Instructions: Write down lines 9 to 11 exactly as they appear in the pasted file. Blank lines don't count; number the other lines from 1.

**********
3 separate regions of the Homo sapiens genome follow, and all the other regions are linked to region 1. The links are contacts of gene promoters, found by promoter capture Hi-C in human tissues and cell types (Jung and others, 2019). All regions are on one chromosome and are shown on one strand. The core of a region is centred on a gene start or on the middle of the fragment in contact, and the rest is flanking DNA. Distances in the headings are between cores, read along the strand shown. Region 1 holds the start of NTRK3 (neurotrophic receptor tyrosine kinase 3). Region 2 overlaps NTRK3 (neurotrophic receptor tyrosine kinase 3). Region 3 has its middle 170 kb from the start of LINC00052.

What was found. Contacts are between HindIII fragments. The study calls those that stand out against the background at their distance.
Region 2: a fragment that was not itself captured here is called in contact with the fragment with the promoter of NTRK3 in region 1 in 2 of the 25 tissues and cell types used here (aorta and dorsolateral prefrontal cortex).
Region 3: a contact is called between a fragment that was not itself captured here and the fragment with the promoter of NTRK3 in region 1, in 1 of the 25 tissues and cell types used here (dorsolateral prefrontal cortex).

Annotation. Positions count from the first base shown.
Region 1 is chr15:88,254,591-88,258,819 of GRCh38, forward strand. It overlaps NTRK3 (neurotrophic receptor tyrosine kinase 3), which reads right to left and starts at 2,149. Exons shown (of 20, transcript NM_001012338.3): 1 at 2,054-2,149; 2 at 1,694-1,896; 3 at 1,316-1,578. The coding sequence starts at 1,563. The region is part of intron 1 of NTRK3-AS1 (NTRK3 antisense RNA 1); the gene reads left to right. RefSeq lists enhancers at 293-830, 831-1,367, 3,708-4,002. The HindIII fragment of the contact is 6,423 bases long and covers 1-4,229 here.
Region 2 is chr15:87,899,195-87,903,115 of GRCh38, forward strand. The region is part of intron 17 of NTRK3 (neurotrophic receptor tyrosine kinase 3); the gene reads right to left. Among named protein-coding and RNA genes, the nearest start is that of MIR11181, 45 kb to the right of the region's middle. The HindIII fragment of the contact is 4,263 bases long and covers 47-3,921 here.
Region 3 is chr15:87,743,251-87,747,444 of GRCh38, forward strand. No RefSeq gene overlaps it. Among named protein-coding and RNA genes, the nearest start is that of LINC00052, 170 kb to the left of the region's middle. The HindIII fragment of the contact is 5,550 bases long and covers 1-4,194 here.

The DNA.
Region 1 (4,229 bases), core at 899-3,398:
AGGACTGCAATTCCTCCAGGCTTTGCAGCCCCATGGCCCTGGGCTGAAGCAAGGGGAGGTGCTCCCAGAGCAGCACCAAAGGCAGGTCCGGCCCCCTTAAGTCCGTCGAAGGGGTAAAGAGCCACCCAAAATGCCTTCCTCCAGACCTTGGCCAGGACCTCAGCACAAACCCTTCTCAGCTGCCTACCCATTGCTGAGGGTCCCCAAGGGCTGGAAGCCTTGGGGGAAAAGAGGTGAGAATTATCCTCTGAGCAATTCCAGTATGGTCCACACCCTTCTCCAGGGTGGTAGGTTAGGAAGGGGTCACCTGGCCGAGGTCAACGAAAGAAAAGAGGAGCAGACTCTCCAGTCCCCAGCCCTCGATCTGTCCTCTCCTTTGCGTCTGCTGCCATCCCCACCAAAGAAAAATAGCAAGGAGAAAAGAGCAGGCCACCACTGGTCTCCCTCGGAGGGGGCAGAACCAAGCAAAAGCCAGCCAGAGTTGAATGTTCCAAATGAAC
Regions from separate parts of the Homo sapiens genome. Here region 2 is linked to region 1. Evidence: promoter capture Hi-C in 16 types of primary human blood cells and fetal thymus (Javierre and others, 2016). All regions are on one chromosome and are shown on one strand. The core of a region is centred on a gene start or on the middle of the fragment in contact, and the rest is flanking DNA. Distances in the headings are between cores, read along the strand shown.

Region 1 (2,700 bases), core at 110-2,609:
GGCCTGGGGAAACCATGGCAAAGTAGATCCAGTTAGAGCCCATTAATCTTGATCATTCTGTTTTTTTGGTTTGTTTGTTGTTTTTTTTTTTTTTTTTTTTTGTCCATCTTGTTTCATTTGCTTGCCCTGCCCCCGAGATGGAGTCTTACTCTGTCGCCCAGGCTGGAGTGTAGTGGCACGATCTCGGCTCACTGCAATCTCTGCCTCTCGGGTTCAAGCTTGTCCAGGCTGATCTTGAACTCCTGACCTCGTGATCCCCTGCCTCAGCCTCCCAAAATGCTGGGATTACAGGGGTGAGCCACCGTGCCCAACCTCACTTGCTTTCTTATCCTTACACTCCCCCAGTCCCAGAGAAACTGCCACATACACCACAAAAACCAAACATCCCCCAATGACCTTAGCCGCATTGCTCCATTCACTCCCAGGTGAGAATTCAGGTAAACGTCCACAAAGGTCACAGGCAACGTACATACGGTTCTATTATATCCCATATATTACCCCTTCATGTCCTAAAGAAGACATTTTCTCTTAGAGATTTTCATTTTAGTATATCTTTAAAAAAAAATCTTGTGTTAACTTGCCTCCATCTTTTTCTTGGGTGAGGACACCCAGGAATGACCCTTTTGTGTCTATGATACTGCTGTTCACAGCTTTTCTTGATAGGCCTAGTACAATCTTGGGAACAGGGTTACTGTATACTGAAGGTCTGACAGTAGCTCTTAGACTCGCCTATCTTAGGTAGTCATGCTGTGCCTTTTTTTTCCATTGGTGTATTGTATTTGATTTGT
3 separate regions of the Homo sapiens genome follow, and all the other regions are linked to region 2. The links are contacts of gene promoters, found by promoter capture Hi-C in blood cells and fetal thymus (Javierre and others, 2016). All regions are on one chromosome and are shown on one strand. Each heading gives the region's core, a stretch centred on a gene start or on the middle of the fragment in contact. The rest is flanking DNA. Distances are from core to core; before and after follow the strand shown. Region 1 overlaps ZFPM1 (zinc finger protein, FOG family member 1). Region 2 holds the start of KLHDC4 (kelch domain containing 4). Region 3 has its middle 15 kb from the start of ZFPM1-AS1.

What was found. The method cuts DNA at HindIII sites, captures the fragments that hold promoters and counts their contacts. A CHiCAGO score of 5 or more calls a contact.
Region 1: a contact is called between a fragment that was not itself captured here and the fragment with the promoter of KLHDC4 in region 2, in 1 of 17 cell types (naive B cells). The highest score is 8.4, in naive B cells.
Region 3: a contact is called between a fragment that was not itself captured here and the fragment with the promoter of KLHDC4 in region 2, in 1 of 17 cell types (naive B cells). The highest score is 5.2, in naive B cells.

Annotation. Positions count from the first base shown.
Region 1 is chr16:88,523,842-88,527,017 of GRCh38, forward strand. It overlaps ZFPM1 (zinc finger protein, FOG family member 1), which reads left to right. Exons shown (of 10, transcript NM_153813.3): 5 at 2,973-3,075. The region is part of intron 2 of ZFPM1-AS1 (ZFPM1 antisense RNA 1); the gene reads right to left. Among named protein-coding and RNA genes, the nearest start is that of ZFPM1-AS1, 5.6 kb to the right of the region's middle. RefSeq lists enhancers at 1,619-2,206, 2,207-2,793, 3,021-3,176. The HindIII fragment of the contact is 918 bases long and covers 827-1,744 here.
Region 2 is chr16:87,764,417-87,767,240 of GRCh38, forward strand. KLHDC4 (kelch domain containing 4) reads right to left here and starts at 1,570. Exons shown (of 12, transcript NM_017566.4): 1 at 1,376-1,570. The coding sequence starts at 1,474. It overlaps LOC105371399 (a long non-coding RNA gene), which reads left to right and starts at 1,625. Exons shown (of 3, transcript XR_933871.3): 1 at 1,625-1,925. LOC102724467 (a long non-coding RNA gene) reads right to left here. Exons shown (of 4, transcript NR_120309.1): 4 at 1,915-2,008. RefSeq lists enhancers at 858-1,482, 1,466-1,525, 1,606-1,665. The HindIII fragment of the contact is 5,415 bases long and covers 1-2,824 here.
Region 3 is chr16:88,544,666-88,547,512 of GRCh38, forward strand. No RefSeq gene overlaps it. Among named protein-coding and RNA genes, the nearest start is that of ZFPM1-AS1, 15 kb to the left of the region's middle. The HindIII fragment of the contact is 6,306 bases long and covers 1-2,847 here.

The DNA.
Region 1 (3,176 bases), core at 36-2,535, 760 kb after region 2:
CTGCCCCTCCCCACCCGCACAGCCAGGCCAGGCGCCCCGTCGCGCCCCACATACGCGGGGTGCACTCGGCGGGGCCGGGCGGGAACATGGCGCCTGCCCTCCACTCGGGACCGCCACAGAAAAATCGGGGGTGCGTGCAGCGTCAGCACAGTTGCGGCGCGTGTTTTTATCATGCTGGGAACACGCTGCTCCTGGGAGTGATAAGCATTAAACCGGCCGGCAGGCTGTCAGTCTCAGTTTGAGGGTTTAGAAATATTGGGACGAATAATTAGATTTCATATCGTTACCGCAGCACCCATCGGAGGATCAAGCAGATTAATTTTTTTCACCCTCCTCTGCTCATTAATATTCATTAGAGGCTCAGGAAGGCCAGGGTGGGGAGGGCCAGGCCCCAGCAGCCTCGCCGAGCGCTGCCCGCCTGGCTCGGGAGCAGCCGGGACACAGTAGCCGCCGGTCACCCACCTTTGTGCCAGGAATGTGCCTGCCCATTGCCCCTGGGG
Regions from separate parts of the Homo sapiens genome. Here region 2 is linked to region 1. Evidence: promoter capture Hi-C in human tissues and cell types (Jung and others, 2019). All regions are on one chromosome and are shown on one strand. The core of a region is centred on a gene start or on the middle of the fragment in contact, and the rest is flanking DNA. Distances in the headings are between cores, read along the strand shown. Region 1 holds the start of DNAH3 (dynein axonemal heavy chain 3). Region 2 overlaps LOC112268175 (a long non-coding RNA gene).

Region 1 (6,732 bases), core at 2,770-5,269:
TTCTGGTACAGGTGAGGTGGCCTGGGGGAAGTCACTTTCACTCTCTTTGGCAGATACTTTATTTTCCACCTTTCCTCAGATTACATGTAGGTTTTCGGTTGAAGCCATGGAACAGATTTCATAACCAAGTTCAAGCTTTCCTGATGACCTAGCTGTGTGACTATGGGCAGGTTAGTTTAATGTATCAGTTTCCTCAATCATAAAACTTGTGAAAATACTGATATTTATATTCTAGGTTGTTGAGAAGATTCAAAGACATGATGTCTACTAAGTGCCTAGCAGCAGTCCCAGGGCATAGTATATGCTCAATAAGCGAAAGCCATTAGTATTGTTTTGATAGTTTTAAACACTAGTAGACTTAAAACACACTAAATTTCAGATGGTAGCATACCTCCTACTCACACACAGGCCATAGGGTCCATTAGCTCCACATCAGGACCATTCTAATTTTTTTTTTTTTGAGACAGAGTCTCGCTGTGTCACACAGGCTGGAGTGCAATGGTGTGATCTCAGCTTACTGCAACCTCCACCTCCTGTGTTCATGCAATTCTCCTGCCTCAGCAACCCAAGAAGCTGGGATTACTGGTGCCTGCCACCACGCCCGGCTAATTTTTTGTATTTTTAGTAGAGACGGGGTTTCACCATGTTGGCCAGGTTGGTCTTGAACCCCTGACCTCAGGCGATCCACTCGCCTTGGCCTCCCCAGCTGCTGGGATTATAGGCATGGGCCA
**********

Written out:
The DNA.
Region 1 (4,229 bases), core at 899-3,398:
AGGACTGCAATTCCTCCAGGCTTTGCAGCCCCATGGCCCTGGGCTGAAGCAAGGGGAGGTGCTCCCAGAGCAGCACCAAAGGCAGGTCCGGCCCCCTTAAGTCCGTCGAAGGGGTAAAGAGCCACCCAAAATGCCTTCCTCCAGACCTTGGCCAGGACCTCAGCACAAACCCTTCTCAGCTGCCTACCCATTGCTGAGGGTCCCCAAGGGCTGGAAGCCTTGGGGGAAAAGAGGTGAGAATTATCCTCTGAGCAATTCCAGTATGGTCCACACCCTTCTCCAGGGTGGTAGGTTAGGAAGGGGTCACCTGGCCGAGGTCAACGAAAGAAAAGAGGAGCAGACTCTCCAGTCCCCAGCCCTCGATCTGTCCTCTCCTTTGCGTCTGCTGCCATCCCCACCAAAGAAAAATAGCAAGGAGAAAAGAGCAGGCCACCACTGGTCTCCCTCGGAGGGGGCAGAACCAAGCAAAAGCCAGCCAGAGTTGAATGTTCCAAATGAAC